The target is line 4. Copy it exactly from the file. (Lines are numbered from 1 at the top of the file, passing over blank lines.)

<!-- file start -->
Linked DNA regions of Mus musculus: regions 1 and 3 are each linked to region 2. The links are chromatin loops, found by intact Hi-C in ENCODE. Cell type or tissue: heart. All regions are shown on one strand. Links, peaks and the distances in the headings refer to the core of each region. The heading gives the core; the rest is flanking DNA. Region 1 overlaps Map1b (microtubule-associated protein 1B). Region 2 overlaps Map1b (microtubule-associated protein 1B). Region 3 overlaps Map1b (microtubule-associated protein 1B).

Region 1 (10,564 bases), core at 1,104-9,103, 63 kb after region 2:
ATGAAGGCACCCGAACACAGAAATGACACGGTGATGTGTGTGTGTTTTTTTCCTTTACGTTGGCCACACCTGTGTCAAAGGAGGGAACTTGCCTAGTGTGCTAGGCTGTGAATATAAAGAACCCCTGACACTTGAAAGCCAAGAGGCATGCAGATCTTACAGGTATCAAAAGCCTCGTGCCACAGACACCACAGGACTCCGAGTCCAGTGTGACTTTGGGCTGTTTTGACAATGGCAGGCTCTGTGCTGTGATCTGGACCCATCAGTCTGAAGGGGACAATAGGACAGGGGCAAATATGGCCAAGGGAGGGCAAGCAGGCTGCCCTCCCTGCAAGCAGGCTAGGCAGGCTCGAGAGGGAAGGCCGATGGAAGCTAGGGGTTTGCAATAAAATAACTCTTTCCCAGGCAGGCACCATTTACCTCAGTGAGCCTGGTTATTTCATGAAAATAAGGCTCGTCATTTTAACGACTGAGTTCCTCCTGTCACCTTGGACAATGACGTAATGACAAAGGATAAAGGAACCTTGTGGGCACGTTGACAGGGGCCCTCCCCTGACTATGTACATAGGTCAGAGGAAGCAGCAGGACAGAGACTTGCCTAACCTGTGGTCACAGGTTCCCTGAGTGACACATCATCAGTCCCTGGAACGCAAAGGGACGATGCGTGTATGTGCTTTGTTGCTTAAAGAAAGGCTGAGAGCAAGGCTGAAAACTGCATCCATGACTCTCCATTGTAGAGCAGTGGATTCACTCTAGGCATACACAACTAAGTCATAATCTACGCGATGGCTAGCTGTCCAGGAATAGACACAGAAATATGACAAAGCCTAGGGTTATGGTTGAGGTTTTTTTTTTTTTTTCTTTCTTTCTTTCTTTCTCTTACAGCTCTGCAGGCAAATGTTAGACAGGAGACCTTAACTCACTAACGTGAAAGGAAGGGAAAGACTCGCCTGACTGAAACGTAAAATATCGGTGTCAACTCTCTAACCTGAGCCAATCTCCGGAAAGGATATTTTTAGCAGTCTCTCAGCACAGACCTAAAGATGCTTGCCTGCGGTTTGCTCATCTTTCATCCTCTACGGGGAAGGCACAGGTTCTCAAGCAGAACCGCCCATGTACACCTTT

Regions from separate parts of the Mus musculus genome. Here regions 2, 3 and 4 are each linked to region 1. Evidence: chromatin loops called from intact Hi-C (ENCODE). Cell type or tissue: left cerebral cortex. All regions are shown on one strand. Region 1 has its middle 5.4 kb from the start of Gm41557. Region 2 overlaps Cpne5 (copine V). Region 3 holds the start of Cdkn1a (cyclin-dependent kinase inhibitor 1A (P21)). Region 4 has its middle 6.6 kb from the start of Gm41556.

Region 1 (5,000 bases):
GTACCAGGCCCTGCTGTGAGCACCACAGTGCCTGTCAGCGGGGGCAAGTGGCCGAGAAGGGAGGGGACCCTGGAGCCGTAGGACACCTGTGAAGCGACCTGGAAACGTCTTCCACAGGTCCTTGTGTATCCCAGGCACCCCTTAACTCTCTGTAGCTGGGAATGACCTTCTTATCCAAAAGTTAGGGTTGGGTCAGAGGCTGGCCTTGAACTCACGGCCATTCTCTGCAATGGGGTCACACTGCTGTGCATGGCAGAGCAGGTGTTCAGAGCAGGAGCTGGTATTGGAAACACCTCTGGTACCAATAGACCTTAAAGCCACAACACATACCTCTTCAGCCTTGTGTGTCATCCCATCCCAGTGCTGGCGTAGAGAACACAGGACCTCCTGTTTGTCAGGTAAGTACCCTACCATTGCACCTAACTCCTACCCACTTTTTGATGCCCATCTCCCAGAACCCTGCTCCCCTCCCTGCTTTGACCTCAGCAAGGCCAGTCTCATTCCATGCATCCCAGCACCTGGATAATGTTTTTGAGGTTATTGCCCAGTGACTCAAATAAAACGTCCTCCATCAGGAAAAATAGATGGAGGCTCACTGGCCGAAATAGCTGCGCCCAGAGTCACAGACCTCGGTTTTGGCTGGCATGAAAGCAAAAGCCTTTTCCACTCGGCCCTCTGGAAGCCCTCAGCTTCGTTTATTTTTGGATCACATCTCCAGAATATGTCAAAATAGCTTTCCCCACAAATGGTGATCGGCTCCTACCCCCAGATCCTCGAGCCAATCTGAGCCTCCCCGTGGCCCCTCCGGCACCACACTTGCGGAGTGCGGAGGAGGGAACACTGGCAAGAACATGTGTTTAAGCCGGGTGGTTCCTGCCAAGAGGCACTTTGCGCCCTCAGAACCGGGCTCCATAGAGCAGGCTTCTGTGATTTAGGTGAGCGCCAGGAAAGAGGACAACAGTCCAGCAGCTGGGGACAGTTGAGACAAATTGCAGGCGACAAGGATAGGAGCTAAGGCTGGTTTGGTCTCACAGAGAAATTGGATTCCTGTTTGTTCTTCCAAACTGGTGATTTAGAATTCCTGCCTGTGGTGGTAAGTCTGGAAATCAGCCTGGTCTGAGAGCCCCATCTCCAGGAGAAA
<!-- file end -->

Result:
Regions from separate parts of the Mus musculus genome. Here regions 2, 3 and 4 are each linked to region 1. Evidence: chromatin loops called from intact Hi-C (ENCODE). Cell type or tissue: left cerebral cortex. All regions are shown on one strand. Region 1 has its middle 5.4 kb from the start of Gm41557. Region 2 overlaps Cpne5 (copine V). Region 3 holds the start of Cdkn1a (cyclin-dependent kinase inhibitor 1A (P21)). Region 4 has its middle 6.6 kb from the start of Gm41556.